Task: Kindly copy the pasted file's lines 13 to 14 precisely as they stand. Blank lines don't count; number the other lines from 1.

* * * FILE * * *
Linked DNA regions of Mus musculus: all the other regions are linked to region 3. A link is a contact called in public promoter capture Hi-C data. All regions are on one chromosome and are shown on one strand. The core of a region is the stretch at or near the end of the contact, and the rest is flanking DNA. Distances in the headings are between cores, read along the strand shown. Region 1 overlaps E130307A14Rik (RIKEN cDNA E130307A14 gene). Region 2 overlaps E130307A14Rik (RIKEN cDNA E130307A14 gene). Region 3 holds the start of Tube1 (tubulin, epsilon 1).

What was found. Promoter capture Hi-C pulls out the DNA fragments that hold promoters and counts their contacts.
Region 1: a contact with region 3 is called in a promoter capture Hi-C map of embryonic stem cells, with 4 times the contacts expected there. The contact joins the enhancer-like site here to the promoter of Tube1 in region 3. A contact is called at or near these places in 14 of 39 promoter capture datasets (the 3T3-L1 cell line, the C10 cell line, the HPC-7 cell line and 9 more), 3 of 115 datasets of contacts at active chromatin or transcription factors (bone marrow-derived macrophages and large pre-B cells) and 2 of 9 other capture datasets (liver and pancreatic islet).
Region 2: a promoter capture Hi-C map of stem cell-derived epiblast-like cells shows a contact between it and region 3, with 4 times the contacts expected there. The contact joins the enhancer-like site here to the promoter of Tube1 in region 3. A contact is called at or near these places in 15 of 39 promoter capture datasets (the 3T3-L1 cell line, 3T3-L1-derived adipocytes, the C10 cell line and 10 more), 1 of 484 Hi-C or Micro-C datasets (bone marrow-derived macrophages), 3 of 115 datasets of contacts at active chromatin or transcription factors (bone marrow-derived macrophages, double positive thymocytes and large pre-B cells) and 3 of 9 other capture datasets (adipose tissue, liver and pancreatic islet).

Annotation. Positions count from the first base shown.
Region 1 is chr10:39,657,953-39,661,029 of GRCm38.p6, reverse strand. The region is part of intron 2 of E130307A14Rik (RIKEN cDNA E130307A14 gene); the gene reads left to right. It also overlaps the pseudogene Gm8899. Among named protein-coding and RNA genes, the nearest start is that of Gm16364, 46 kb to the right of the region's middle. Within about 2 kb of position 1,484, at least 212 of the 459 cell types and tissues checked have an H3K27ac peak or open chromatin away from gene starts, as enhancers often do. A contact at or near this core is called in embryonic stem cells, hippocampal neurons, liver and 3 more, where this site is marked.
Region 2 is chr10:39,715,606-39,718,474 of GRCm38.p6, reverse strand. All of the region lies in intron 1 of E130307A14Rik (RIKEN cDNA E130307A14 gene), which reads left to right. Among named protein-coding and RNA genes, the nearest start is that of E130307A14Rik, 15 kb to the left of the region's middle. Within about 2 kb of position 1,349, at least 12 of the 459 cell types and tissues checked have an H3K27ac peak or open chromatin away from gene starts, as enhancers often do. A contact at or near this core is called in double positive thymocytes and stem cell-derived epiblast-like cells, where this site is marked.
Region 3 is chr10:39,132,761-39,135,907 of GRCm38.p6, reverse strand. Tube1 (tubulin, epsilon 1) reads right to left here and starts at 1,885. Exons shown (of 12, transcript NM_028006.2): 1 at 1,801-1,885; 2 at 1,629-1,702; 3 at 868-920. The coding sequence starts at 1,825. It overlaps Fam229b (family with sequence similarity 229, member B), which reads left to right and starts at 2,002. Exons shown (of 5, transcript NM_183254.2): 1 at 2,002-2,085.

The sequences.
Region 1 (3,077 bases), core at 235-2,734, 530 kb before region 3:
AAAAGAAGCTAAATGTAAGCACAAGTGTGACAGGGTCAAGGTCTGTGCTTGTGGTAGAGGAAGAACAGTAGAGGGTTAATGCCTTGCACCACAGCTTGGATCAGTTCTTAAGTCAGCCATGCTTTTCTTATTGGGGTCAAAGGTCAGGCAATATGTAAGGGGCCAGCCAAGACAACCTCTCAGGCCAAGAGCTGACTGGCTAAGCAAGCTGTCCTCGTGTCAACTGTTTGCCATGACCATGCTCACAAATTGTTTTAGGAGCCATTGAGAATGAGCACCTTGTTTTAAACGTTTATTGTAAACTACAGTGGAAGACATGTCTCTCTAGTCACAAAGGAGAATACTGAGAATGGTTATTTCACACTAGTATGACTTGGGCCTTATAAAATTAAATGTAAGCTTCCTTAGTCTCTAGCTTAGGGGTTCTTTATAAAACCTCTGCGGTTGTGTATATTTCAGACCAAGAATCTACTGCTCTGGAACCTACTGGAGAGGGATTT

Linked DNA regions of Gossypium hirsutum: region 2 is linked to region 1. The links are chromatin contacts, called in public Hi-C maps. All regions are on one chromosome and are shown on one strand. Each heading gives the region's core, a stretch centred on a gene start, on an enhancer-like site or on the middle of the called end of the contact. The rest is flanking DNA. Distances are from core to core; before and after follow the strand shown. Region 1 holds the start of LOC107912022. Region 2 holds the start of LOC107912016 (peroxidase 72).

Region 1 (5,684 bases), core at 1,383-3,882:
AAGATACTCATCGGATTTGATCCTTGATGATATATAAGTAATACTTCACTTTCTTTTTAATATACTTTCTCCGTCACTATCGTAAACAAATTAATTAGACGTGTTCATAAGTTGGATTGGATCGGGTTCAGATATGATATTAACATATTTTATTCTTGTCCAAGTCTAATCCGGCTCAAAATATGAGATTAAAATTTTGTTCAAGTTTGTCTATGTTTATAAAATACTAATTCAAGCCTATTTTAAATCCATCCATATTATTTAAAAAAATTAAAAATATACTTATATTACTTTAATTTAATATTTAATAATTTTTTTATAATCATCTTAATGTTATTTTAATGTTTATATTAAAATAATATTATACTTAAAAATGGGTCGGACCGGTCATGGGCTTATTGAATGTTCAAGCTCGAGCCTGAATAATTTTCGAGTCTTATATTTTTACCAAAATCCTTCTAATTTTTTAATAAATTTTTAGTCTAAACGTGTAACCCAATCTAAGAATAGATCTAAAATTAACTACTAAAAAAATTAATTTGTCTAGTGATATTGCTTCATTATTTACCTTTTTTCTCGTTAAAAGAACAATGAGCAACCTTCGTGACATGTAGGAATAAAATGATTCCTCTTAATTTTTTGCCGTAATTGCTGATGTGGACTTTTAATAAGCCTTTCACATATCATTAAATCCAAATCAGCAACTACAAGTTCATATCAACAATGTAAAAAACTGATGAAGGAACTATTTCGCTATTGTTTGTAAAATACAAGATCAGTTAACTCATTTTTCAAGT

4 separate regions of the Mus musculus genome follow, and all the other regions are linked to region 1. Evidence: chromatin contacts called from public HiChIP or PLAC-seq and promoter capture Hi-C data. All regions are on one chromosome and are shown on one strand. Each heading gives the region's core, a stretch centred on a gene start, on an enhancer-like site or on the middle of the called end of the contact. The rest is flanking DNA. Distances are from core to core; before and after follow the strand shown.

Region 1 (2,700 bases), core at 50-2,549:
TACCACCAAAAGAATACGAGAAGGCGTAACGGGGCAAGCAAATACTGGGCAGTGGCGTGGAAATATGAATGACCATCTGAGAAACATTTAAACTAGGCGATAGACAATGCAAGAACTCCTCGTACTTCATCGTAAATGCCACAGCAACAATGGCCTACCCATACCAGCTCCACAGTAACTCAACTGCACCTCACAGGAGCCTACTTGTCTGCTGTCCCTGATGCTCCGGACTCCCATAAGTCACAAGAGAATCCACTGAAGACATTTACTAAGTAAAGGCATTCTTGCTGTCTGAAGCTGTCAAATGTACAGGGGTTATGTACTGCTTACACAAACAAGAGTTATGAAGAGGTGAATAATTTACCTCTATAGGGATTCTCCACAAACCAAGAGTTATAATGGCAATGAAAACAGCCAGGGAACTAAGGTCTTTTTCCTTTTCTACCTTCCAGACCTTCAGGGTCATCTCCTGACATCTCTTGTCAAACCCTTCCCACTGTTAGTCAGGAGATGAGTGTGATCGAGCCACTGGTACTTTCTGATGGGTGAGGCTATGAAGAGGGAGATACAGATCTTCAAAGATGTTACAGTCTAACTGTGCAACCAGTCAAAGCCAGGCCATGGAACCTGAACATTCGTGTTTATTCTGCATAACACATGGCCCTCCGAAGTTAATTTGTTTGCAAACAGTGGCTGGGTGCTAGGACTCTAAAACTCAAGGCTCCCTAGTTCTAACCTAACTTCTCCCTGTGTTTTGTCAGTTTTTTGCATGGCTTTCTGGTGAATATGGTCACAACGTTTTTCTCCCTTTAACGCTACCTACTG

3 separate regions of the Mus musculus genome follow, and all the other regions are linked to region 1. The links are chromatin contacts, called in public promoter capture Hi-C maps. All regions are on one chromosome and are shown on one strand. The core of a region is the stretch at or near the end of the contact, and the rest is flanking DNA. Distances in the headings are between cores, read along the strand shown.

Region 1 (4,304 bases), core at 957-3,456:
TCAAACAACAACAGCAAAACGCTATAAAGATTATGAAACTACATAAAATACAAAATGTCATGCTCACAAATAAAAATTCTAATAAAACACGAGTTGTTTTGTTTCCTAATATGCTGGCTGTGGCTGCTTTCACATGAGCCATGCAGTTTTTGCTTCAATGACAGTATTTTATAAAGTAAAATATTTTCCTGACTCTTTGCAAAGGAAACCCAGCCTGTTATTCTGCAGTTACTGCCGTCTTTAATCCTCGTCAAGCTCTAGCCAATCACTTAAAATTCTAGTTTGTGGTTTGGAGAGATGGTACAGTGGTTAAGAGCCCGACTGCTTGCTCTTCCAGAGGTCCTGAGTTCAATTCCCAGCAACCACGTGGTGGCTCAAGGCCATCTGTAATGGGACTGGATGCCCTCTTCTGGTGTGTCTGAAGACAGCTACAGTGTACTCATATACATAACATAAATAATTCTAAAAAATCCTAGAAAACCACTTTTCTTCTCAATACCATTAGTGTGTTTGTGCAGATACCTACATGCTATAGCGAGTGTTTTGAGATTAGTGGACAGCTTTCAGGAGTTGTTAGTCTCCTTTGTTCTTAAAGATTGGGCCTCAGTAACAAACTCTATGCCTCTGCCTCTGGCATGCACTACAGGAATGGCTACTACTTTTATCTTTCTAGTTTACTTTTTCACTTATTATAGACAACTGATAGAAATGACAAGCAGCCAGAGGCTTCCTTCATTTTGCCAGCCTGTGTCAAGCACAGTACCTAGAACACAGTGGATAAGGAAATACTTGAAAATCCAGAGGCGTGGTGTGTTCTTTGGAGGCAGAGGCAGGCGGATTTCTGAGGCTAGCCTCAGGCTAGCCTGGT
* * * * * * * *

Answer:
Region 1 (5,684 bases), core at 1,383-3,882:
AAGATACTCATCGGATTTGATCCTTGATGATATATAAGTAATACTTCACTTTCTTTTTAATATACTTTCTCCGTCACTATCGTAAACAAATTAATTAGACGTGTTCATAAGTTGGATTGGATCGGGTTCAGATATGATATTAACATATTTTATTCTTGTCCAAGTCTAATCCGGCTCAAAATATGAGATTAAAATTTTGTTCAAGTTTGTCTATGTTTATAAAATACTAATTCAAGCCTATTTTAAATCCATCCATATTATTTAAAAAAATTAAAAATATACTTATATTACTTTAATTTAATATTTAATAATTTTTTTATAATCATCTTAATGTTATTTTAATGTTTATATTAAAATAATATTATACTTAAAAATGGGTCGGACCGGTCATGGGCTTATTGAATGTTCAAGCTCGAGCCTGAATAATTTTCGAGTCTTATATTTTTACCAAAATCCTTCTAATTTTTTAATAAATTTTTAGTCTAAACGTGTAACCCAATCTAAGAATAGATCTAAAATTAACTACTAAAAAAATTAATTTGTCTAGTGATATTGCTTCATTATTTACCTTTTTTCTCGTTAAAAGAACAATGAGCAACCTTCGTGACATGTAGGAATAAAATGATTCCTCTTAATTTTTTGCCGTAATTGCTGATGTGGACTTTTAATAAGCCTTTCACATATCATTAAATCCAAATCAGCAACTACAAGTTCATATCAACAATGTAAAAAACTGATGAAGGAACTATTTCGCTATTGTTTGTAAAATACAAGATCAGTTAACTCATTTTTCAAGT